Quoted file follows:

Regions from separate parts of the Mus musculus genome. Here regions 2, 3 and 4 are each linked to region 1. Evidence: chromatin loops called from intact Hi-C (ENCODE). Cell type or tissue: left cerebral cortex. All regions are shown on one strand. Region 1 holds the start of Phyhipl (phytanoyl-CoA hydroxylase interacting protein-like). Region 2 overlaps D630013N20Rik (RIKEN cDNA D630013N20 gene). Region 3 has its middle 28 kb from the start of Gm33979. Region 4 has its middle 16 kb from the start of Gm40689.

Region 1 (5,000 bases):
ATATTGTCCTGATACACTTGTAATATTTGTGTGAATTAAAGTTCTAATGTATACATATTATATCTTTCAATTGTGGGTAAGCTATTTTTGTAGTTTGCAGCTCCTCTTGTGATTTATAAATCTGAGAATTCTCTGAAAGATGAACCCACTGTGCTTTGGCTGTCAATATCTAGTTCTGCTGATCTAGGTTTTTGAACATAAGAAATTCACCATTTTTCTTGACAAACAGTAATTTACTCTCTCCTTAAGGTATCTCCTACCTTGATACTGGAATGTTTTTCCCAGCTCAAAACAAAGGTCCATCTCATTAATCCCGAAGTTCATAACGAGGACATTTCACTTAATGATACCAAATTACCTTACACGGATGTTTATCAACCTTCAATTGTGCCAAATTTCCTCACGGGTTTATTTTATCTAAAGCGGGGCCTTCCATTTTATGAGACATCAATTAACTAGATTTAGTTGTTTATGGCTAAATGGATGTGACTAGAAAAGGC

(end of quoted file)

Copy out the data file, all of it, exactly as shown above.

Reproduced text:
Regions from separate parts of the Mus musculus genome. Here regions 2, 3 and 4 are each linked to region 1. Evidence: chromatin loops called from intact Hi-C (ENCODE). Cell type or tissue: left cerebral cortex. All regions are shown on one strand. Region 1 holds the start of Phyhipl (phytanoyl-CoA hydroxylase interacting protein-like). Region 2 overlaps D630013N20Rik (RIKEN cDNA D630013N20 gene). Region 3 has its middle 28 kb from the start of Gm33979. Region 4 has its middle 16 kb from the start of Gm40689.

Region 1 (5,000 bases):
ATATTGTCCTGATACACTTGTAATATTTGTGTGAATTAAAGTTCTAATGTATACATATTATATCTTTCAATTGTGGGTAAGCTATTTTTGTAGTTTGCAGCTCCTCTTGTGATTTATAAATCTGAGAATTCTCTGAAAGATGAACCCACTGTGCTTTGGCTGTCAATATCTAGTTCTGCTGATCTAGGTTTTTGAACATAAGAAATTCACCATTTTTCTTGACAAACAGTAATTTACTCTCTCCTTAAGGTATCTCCTACCTTGATACTGGAATGTTTTTCCCAGCTCAAAACAAAGGTCCATCTCATTAATCCCGAAGTTCATAACGAGGACATTTCACTTAATGATACCAAATTACCTTACACGGATGTTTATCAACCTTCAATTGTGCCAAATTTCCTCACGGGTTTATTTTATCTAAAGCGGGGCCTTCCATTTTATGAGACATCAATTAACTAGATTTAGTTGTTTATGGCTAAATGGATGTGACTAGAAAAGGC